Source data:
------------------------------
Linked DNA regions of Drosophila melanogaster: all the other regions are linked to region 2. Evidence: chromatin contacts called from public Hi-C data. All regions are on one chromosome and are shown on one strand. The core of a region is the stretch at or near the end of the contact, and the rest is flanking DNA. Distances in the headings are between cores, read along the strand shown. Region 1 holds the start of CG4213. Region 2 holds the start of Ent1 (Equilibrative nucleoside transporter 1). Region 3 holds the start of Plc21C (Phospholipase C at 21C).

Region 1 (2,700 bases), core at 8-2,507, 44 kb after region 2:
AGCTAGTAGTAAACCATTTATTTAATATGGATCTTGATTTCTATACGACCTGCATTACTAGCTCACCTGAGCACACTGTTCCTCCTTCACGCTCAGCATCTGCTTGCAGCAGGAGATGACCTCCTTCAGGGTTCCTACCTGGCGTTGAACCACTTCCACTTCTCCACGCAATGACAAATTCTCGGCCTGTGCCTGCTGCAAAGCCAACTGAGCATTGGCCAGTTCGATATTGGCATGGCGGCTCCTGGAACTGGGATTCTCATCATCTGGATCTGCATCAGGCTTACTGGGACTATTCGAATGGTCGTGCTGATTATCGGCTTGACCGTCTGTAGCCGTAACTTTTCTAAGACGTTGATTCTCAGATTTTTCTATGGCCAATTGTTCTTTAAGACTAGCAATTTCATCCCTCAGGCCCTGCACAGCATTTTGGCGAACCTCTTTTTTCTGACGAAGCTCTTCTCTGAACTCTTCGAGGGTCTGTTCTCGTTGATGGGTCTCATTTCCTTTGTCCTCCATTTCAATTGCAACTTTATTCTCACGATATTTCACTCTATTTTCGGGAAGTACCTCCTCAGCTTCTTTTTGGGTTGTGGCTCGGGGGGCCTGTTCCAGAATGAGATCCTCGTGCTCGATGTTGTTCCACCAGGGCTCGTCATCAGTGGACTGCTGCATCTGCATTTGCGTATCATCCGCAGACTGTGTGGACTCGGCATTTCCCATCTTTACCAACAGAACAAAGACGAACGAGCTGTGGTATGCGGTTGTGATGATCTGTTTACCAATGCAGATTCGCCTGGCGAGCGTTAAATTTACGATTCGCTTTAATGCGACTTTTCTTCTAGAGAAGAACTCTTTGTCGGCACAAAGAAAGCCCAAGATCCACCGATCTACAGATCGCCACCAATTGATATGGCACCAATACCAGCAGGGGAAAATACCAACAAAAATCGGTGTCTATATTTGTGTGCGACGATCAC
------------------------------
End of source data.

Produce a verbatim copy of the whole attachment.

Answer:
Linked DNA regions of Drosophila melanogaster: all the other regions are linked to region 2. Evidence: chromatin contacts called from public Hi-C data. All regions are on one chromosome and are shown on one strand. The core of a region is the stretch at or near the end of the contact, and the rest is flanking DNA. Distances in the headings are between cores, read along the strand shown. Region 1 holds the start of CG4213. Region 2 holds the start of Ent1 (Equilibrative nucleoside transporter 1). Region 3 holds the start of Plc21C (Phospholipase C at 21C).

Region 1 (2,700 bases), core at 8-2,507, 44 kb after region 2:
AGCTAGTAGTAAACCATTTATTTAATATGGATCTTGATTTCTATACGACCTGCATTACTAGCTCACCTGAGCACACTGTTCCTCCTTCACGCTCAGCATCTGCTTGCAGCAGGAGATGACCTCCTTCAGGGTTCCTACCTGGCGTTGAACCACTTCCACTTCTCCACGCAATGACAAATTCTCGGCCTGTGCCTGCTGCAAAGCCAACTGAGCATTGGCCAGTTCGATATTGGCATGGCGGCTCCTGGAACTGGGATTCTCATCATCTGGATCTGCATCAGGCTTACTGGGACTATTCGAATGGTCGTGCTGATTATCGGCTTGACCGTCTGTAGCCGTAACTTTTCTAAGACGTTGATTCTCAGATTTTTCTATGGCCAATTGTTCTTTAAGACTAGCAATTTCATCCCTCAGGCCCTGCACAGCATTTTGGCGAACCTCTTTTTTCTGACGAAGCTCTTCTCTGAACTCTTCGAGGGTCTGTTCTCGTTGATGGGTCTCATTTCCTTTGTCCTCCATTTCAATTGCAACTTTATTCTCACGATATTTCACTCTATTTTCGGGAAGTACCTCCTCAGCTTCTTTTTGGGTTGTGGCTCGGGGGGCCTGTTCCAGAATGAGATCCTCGTGCTCGATGTTGTTCCACCAGGGCTCGTCATCAGTGGACTGCTGCATCTGCATTTGCGTATCATCCGCAGACTGTGTGGACTCGGCATTTCCCATCTTTACCAACAGAACAAAGACGAACGAGCTGTGGTATGCGGTTGTGATGATCTGTTTACCAATGCAGATTCGCCTGGCGAGCGTTAAATTTACGATTCGCTTTAATGCGACTTTTCTTCTAGAGAAGAACTCTTTGTCGGCACAAAGAAAGCCCAAGATCCACCGATCTACAGATCGCCACCAATTGATATGGCACCAATACCAGCAGGGGAAAATACCAACAAAAATCGGTGTCTATATTTGTGTGCGACGATCAC